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The dominant religion in the Nam Ton Watershed is Buddhism. There are many people in Kh’hmu who are Animists. They believed surround the important of ritual centered on local or regional spirits or spirits of deceased relatives. Christiane group in the Nam Ton watershed (Ban Xo along Namsang River, and many villages in upper reach of the stream such as Ban Souanmone and Ban Viengkham , Hinheup District).  Some religious practice helps to protect the natural resources such as reverence for deep pools of water in the Nam Ton or its tributaries is common in the Nam Ton Watershed. This tradition has held certain pool to be sacred and this tradition will help protect that area for fishing or gathering of food is prohibited. Face to social development and living style at the present, it is not clear how such religious tradition may lend to a sustainable system of natural resource use.

Immigration and Minority issues

Resettlement in the Nam Ton Watershed has been occurred in two general ways:

  • Resettlement has been villager-driven, characterized by families from northern area of Laos such as Phongsaly, Xiengkhuang and Luang Prabang Province. These populations have immigrated to the Nam Ton Watershed in the past 7-8 years for searching productive land and access to health and education services.
  • Resettlement has been government-sponsored by the resettlement surrounding the State Forestry Enterprise No. 9 in the 1980s and more with the founding of Ban Huaykham in 2001. At that time, the critical lack of resources and small proportion of funds were implemented at village level with difficulty, in term of sustainable resources and potential for natural resource conflict issues.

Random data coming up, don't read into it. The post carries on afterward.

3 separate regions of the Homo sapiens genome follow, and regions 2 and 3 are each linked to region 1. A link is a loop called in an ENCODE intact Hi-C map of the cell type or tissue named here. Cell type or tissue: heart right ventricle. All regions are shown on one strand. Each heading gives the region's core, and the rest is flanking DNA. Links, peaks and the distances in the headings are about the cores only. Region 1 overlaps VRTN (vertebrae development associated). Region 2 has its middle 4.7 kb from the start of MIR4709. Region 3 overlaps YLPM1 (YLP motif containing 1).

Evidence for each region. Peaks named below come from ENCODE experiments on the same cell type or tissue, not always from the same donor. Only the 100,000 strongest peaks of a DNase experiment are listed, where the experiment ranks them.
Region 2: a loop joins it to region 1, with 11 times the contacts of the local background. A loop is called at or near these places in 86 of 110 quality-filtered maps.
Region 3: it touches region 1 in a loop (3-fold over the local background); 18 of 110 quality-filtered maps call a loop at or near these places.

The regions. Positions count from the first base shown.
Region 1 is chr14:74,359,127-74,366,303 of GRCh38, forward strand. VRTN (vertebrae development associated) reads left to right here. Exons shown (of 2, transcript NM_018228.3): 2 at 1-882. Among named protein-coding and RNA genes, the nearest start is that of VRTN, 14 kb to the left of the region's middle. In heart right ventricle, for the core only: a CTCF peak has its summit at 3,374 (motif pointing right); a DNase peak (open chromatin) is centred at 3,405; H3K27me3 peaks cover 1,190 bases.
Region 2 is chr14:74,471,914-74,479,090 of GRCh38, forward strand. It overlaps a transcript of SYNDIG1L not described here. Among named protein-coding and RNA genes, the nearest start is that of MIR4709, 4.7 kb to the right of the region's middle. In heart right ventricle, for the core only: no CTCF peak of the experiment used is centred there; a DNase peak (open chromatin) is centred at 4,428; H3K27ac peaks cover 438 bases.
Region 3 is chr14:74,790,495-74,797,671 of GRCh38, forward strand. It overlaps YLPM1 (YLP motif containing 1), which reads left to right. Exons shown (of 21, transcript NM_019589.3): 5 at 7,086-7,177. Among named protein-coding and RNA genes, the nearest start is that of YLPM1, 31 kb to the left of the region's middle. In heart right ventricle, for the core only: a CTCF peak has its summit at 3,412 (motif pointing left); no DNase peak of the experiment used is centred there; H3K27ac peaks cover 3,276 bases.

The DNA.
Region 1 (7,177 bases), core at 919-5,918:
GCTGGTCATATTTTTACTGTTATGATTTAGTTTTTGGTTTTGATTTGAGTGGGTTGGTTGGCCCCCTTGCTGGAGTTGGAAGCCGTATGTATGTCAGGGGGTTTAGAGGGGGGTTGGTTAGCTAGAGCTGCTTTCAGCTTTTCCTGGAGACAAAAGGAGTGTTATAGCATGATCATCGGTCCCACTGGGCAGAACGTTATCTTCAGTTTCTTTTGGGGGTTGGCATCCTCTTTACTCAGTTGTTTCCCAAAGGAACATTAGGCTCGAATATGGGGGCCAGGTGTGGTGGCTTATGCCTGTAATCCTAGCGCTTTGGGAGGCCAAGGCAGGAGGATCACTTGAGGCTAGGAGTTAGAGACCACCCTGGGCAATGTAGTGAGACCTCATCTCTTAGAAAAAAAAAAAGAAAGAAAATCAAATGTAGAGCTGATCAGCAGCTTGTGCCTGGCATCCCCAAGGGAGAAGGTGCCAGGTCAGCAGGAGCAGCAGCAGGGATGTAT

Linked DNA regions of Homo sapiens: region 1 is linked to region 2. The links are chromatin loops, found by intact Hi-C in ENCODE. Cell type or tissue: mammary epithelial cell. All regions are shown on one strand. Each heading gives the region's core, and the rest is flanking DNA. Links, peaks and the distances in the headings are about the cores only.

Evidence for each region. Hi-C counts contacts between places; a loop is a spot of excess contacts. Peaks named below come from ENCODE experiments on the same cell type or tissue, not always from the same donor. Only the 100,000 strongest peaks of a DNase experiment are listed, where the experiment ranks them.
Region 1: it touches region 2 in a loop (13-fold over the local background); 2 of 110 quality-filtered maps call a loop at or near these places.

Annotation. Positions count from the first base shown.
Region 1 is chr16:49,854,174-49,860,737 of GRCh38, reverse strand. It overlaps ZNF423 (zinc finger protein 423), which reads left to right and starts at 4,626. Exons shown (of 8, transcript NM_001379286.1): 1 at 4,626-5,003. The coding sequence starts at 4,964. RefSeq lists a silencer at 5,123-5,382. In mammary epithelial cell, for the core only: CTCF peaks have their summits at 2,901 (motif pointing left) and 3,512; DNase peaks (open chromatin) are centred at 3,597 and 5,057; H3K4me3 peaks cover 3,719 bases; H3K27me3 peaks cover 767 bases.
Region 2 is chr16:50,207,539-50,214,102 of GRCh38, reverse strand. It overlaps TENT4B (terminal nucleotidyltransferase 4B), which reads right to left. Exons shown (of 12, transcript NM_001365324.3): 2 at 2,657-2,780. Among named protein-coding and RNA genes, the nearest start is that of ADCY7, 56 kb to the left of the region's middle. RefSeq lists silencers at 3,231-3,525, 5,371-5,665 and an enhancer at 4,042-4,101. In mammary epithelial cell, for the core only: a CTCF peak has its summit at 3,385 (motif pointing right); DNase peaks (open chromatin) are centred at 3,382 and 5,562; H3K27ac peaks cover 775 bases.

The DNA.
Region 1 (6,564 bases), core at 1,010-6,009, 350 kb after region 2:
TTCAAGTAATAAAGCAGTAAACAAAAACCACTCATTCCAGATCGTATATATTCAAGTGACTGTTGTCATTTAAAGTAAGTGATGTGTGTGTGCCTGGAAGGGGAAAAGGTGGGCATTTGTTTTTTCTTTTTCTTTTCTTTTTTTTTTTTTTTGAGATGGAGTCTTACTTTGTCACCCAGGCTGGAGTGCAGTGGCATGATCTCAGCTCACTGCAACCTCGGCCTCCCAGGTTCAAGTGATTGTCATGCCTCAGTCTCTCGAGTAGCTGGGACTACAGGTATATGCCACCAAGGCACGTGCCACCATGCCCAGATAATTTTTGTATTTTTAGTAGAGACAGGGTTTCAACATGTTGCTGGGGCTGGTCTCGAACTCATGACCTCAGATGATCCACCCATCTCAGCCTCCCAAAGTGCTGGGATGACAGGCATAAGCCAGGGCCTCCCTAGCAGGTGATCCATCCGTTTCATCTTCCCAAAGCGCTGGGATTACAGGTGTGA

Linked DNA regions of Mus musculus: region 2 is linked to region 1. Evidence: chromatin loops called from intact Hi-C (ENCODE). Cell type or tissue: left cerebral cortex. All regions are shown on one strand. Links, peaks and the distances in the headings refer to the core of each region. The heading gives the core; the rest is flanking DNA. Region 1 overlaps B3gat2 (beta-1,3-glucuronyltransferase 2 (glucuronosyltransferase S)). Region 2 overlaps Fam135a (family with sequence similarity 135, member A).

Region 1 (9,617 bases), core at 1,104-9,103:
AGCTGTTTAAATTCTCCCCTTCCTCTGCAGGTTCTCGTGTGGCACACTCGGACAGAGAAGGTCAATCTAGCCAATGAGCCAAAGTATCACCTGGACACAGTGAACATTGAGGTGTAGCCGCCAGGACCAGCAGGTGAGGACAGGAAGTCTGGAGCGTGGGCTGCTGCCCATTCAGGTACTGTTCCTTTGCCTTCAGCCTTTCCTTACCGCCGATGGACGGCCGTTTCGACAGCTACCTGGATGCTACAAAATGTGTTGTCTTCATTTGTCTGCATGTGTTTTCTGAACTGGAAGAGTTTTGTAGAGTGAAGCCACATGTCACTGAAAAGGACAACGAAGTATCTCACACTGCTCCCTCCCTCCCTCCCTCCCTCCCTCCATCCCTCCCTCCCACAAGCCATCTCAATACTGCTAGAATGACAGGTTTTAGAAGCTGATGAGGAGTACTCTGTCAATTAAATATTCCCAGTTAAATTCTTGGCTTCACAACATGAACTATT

The increasing in population in the Nam Ton Watershed is mainly the consequence of the immigration of low-income families. These families are more likely to exploit sensitive degraded forest area in the search for productive land. Traditionally, paddy lands are commonly the property of family while upland fields are property of village. The emigrants from upland area have failed in the period of significant livelihood vulnerability because they cannot sell their productive lands. Similar to immigrants to low land area who originated from upland area also face to difficult situation, due to the lack of productive land. This transition period of vulnerability is a significant issue both for livelihood-oriented.

The issues of immigration people to new area were also found. This issue should be taken in to account with any resettlement program. In 2004, the District Authorities program granted to relocated population from Ban Huaykham to an area several kilometer outside of Ban Xo, along the Huay Sagan, a tributary the place which has not sufficient natural resources. That land was later reassigned for military use and leaving the villagers with little access to lowland, resulting in the encroachment of forested area for swidden cultivation. In 2007, this village treble in size through the immigration of 52 minority families from Northern Lao. After a certain time, this village was resettled to the outskirts of Ban Xo along the bank to the Namsang River by District security authorities in accordance with the Village consolidation program. The data collection showed that villagers had neither clean water which causes 27 cases of severe childhood diarrhea.